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Interviews

Open source licensing at GitHub

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Interviews
OSS

Open source licensing is important to GitHub in two ways: First, as the host of the world's largest collection of code, we have a unique opportunity—and arguably an obligation based on that opportunity—to do what we can to support the open source community, and that obviously includes open source licensing. Second, as a company built on open source, it's important that the open source code we depend on and the code we contribute to the open source community are both properly licensed so that others can use it. After all, that's the point of open source.

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Red Hat ‘plays well with others’

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Red Hat
Interviews

While Red Hat, Inc. has its own public Cloud strategy, it also plays well with others, according to Jason Nash, director of Next Gen Architectures at Sirius Computer Systems, Inc.

“Red Hat says: ‘Run this on whatever you want to run it on,'” Nash told theCUBE at the Red Hat Summit in Boston, Mass.

“People like that level of choice,” added Nash. “Red Hat has an advantage because a lot of times they’ll make it easy before the community makes it easy, and it’s what a lot of customers want.”

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Docker reveals its secret to success

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Interviews
OSS

The architectural change in Cloud computing sparked by Docker is a rare occurrence. And a few key practices made Docker, Inc. successful enough to bring about this critical change. First, Docker realized the importance of agility in infrastructure and capitalized on this.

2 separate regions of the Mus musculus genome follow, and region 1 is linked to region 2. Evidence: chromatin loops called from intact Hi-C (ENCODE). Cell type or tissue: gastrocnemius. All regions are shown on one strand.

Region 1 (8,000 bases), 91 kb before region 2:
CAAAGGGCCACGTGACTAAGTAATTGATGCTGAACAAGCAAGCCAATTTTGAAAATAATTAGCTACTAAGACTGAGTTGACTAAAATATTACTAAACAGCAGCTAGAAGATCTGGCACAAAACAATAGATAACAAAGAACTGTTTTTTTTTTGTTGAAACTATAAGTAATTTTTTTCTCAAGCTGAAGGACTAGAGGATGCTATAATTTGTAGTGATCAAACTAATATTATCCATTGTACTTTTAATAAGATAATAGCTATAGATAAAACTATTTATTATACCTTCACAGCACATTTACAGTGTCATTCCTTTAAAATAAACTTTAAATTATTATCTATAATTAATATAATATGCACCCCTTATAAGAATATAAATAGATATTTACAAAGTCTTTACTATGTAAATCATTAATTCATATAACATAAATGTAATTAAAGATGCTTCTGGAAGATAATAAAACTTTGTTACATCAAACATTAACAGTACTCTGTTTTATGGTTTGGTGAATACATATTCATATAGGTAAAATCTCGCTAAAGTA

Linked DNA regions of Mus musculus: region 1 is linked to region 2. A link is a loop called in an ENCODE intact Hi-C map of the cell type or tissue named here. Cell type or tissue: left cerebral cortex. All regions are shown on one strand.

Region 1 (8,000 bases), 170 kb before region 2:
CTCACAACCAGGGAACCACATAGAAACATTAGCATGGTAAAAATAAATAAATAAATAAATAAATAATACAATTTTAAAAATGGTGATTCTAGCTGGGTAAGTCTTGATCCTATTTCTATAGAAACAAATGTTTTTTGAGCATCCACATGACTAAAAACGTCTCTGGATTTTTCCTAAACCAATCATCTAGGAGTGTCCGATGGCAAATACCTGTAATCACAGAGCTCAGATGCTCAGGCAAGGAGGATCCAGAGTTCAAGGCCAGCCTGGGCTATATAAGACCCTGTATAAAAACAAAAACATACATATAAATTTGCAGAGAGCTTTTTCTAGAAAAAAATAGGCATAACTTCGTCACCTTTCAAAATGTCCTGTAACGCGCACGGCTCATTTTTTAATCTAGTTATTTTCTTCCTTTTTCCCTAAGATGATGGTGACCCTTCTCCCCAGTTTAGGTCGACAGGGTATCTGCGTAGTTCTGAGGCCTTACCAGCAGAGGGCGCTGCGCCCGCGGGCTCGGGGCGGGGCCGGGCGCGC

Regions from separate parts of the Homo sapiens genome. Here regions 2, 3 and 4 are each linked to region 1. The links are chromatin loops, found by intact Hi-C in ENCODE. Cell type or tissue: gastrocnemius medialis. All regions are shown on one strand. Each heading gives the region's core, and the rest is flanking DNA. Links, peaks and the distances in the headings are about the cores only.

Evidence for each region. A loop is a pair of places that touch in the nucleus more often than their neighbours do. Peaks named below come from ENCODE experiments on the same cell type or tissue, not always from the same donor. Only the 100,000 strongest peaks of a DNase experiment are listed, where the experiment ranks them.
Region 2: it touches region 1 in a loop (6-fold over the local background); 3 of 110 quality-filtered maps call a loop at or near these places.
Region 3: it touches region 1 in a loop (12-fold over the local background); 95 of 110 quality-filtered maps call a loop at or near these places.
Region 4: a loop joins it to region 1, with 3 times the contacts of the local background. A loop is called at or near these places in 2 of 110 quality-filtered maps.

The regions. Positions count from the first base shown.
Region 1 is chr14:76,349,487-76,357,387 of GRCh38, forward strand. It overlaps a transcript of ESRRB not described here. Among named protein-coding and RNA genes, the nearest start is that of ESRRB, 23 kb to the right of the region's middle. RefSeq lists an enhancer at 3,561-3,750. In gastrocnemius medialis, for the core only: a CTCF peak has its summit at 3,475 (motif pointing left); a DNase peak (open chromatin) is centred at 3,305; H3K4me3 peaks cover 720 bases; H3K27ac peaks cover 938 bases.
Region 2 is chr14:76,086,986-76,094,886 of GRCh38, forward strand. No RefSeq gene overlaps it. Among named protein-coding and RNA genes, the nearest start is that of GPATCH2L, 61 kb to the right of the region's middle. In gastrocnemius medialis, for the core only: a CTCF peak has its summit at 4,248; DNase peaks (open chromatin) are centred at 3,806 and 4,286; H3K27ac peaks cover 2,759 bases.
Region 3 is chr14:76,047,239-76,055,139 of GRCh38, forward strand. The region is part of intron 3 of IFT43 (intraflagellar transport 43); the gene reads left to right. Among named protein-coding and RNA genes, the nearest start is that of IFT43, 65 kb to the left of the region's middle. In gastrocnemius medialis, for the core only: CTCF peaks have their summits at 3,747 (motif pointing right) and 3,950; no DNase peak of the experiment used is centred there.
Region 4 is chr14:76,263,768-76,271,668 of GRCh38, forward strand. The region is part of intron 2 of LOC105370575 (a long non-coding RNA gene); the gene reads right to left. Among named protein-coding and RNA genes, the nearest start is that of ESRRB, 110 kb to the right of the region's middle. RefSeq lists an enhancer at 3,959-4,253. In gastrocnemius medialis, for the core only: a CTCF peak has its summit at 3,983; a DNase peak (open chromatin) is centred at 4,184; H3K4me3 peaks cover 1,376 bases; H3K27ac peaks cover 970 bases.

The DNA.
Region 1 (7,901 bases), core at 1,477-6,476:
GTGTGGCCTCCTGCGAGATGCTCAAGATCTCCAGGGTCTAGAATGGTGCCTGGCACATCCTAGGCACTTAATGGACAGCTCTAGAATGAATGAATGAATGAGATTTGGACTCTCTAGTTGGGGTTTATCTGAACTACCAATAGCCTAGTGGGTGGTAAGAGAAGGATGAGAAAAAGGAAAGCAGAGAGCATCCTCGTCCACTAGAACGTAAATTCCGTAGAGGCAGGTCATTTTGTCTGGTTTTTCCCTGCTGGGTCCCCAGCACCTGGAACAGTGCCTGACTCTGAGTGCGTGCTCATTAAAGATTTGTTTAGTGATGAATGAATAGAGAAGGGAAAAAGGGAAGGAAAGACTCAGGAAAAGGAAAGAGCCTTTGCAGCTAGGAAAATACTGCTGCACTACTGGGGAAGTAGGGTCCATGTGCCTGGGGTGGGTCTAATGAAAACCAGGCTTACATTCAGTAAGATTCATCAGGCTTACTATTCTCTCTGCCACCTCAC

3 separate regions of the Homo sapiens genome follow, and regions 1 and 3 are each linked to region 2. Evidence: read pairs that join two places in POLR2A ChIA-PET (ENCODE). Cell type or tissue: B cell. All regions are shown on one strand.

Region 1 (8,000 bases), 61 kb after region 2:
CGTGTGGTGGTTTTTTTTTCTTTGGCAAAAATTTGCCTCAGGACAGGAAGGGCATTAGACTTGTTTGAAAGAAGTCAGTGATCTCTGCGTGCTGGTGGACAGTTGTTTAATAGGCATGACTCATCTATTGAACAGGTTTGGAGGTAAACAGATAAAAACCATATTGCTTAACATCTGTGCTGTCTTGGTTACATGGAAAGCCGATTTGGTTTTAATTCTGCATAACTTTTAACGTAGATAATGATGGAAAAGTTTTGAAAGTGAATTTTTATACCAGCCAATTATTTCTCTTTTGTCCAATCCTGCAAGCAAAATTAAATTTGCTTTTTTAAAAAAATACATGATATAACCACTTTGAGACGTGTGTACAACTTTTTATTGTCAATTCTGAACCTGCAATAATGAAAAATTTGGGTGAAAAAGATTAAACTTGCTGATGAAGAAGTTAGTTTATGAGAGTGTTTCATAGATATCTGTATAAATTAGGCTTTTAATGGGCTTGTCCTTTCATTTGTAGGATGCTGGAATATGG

Businesses like Amazon proved that using an agile application is critical to business survival. “If you’re not trying to learn how to take advantage of agile infrastructure, of agile applications, you’re going to be left behind,” Scott Johnston, SVP of Product at Docker, told theCube at DockerCon 2015.

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How To Get Started In Open Source

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Red Hat
Interviews

Gaining entry to the open-source community can seem daunting to customers unfamiliar with the territory. Red Hat CEO Jim Whitehurst said that might be because they don’t understand that it isn’t just one large community, but several different ones.

“There are thousands of open-source communities, and the each have their own culture. They each have their own norms, ways of working, you know, personalities. And breaking in isn’t easy,” Whitehurst said.

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More Red Hat:

Why we changed our software from proprietary to open source